The prehistoric city of Tiwanaku, on the southern shore of Bolivia’s famous Lake Titicaca, was abandoned around 1000 AD, some 400 years before the Inca established their Andean empire. Its monumental ruins have often been compared to Stonehenge in that no one knows how an ancient civilization could have made them. It is puzzling not only because some of the stones weigh as much as 130 tons, but because there are no quarries nearby, but rather on the other side of Lake Titicaca. Our theory is that these giant andesite stones were transported across Lake Titicaca on reed boats of ancient design to the closest shores to Tiwanaku, then laboriously dragged 10 kilometers to the city. We wanted to test this theory by recreating the Tiwanaku building process with a multi-national team of volunteers, aided by leading Aymara experts in totora reed boat building. This project was to: • Quarry a 9 ton stone. • Build a totora boat to carry the stone and sail it across the lake. • Load and unload the stone using only natural ancient means. • Carve the stone into a monolith celebrating the local culture, old, new, and future. If we emulated the ancient design successfully, the boat's porous nature would have filtered out water from the waves kicked up by the fierce winds of the Altiplano. If not, we could have been swamped, and lost the 9 ton stone, or worse. Would our reed boat sink under the weight of a 9 ton stone, or would it simply fold and collapse around it as some experts had claimed? Our boat was about 47 feet long, 15 feet wide and 6 feet high. The mast was about 27 feet high. The daggerboards were 8 ½ feet long and more than 2 feet wide. The head of the rudders were 7 ½ feet long and more than 2 feet long. We had sails made of totora as well as a textile sail. We had 5 oars to row the Qala Yampu when there was no wind and we felt particularly energetic and strong. Our boat weighed about 12 tons before going to the water. Once in the lake she absorbed water which is the nature of totora. The absorbed water acted like ballast, having a tremendous stabilizing effect. Originally the boat only drafted about 15 inches. Once the stone was loaded she drafted about double that in the center where the weight was, but considerably less away from center. She held the weight of our 9 ton stone with ease. If poles were placed correctly on the deck of the boat to distribute the weight, the Qala Yampu could have easily carried double the weight!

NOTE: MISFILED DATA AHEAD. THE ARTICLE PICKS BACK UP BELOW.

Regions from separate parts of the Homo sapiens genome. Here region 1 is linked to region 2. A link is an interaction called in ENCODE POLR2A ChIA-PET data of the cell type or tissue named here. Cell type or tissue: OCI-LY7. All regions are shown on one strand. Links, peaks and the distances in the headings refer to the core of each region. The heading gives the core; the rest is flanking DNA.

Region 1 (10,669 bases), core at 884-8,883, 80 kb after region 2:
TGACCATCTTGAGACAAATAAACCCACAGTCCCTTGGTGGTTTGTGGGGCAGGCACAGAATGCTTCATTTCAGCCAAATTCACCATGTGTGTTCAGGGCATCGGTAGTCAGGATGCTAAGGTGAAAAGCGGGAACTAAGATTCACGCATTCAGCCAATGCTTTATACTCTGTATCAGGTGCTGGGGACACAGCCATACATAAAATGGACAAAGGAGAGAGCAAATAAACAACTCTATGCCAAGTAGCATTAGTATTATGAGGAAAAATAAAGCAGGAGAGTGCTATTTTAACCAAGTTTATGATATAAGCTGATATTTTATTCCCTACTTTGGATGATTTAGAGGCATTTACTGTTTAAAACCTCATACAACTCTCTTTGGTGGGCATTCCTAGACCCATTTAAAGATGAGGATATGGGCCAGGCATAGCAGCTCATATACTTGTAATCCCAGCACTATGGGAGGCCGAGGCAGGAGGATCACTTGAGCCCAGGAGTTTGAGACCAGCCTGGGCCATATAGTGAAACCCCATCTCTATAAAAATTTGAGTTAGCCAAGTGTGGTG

phil buck  phil buck